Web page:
Learning In Deed
Service learning should be used more often and is an effective teaching strategy that can enhance student’s academic and civic experience, according to a report issued last week by the National Commission on Service Learning.
“Learning in Deed: The Power of Service Learning for American Schools,” is available from the National Commission on Service Learning. (Requires Adobe’s Acrobat Reader.)
Released Jan. 28, “Learning in Deed: The Power of Service Learning for American Schools,” says that students will be more engaged in the classroom and in their communities if they take part in more hands-on activities that connect academics with real-world issues.
“Service learning is an important tool to upgrade the education system,” John Glenn, the chairman of the commission and a former U.S. senator, said in an interview. “It gives kids who are disengaged with school an understanding of why school is important. It’s academics in action, and it takes the classroom out into the community.”
In 2000, the W.K. Kellogg Foundation, a Battle Creek, Mich.-based philanthropy that has promoted service learning, appointed the National Commission on Service Learning to study how the concept is used in the nation’s schools.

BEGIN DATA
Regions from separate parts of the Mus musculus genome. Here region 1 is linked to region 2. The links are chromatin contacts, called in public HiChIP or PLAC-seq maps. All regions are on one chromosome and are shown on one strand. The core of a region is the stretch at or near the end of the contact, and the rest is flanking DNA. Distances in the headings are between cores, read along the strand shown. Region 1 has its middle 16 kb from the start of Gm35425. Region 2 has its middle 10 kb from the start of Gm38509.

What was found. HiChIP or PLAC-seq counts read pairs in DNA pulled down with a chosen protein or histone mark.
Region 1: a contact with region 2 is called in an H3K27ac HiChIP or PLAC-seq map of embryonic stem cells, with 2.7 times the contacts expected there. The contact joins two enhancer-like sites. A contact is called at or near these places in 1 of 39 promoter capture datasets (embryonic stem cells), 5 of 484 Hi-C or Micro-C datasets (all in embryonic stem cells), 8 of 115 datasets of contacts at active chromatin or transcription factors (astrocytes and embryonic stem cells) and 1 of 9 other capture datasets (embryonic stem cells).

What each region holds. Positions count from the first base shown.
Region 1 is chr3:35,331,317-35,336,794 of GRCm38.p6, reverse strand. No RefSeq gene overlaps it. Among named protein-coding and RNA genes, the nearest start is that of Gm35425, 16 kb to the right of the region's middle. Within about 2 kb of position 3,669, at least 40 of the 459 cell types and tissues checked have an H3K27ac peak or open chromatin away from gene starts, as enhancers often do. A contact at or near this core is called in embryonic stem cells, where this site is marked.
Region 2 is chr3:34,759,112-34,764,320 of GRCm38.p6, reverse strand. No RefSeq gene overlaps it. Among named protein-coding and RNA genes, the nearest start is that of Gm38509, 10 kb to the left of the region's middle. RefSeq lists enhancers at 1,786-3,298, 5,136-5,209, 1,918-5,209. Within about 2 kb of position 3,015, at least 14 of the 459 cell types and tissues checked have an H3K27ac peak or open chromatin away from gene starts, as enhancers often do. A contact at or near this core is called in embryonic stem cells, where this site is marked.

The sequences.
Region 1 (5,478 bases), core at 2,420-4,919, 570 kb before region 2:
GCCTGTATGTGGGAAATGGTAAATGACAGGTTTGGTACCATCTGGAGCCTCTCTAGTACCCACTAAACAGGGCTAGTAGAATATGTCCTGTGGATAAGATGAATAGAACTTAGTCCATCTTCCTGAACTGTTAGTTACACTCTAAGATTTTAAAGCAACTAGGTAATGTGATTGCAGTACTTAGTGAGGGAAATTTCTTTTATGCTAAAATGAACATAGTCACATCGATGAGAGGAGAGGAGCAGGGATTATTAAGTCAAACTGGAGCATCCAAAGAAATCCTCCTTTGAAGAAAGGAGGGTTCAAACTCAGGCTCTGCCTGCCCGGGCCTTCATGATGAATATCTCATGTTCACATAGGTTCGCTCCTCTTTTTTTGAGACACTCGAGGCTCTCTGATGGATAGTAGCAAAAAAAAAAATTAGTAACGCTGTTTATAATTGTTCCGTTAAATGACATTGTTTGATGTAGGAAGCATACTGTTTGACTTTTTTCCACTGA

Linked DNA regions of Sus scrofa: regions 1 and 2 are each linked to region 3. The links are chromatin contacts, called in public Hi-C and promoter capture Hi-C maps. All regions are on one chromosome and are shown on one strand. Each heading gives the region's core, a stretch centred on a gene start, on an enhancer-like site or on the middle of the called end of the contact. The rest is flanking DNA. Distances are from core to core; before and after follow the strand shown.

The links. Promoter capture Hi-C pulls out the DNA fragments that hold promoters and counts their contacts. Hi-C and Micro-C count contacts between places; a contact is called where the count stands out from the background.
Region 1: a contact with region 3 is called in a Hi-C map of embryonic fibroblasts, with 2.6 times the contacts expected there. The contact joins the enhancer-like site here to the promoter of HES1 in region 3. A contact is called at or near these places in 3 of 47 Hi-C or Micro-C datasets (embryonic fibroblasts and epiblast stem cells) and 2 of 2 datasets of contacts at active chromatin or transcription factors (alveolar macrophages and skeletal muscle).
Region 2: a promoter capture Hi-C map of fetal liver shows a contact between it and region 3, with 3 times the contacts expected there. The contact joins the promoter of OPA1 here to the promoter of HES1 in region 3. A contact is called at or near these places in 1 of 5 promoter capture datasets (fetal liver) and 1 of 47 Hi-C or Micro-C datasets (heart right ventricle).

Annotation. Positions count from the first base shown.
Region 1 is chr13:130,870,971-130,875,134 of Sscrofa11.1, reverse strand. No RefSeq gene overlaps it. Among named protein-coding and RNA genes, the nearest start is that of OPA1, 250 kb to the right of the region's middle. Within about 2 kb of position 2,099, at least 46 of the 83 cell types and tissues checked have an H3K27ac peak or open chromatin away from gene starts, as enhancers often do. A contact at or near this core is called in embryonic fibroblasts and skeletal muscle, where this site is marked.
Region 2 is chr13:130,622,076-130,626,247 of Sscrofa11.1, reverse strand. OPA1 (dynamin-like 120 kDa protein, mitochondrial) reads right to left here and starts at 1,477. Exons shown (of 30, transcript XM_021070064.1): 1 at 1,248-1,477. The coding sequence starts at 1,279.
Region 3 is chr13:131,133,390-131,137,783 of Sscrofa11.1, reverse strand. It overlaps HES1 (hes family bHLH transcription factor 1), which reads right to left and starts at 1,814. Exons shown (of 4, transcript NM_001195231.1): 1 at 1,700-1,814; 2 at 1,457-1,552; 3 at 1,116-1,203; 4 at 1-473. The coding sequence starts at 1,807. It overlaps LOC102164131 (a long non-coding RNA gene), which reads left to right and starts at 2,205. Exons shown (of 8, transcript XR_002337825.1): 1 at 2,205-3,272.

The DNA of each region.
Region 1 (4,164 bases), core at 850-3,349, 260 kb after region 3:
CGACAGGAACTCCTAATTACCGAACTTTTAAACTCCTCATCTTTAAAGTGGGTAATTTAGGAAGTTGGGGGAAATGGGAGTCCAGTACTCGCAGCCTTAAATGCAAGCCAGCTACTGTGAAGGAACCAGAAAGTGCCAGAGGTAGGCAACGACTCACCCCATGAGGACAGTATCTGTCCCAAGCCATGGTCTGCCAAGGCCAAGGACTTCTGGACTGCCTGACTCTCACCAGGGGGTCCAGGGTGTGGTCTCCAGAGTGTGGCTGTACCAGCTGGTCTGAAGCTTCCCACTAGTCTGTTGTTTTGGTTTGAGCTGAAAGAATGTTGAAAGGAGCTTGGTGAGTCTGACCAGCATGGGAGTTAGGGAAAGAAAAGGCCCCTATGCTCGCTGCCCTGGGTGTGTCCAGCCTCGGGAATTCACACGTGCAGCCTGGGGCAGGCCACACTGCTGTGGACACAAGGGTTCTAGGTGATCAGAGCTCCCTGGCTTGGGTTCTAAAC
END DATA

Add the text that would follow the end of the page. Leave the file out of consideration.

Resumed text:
The commission, co-sponsored by the John Glenn Institute for Public Service and Public Policy at Ohio State University, consists of education, government, and community leaders who spent a year reviewing research data and visiting schools to better understand the practice of service learning.
The report includes examples of service-learning projects, such as students who have taken part in an initiative at Miami High School in Miami, Okla., near one of the nation’s worst toxic-waste clean-up sites.
When groups of students and community members there learned that children in the community had high levels of lead in their blood, they formed a volunteer society to increase community awareness of the problem. Biology students began monitoring water, wrote research projects about toxic waste, and looked at how to communicate their message in journalism classes.
The report notes that several studies have revealed that many students are not engaged enough in learning and say they find classes boring and irrelevant.
It recommends that the definition of student achievement be expanded to include community contributions; that policy and financial support for service learning be increased; that a comprehensive system of professional development for service learning be developed; and that meaningful leadership roles be created for youth in all aspects of service learning.
—John Gehring firstname.lastname@example.org
A version of this article appeared in the February 06, 2002 edition of Education Week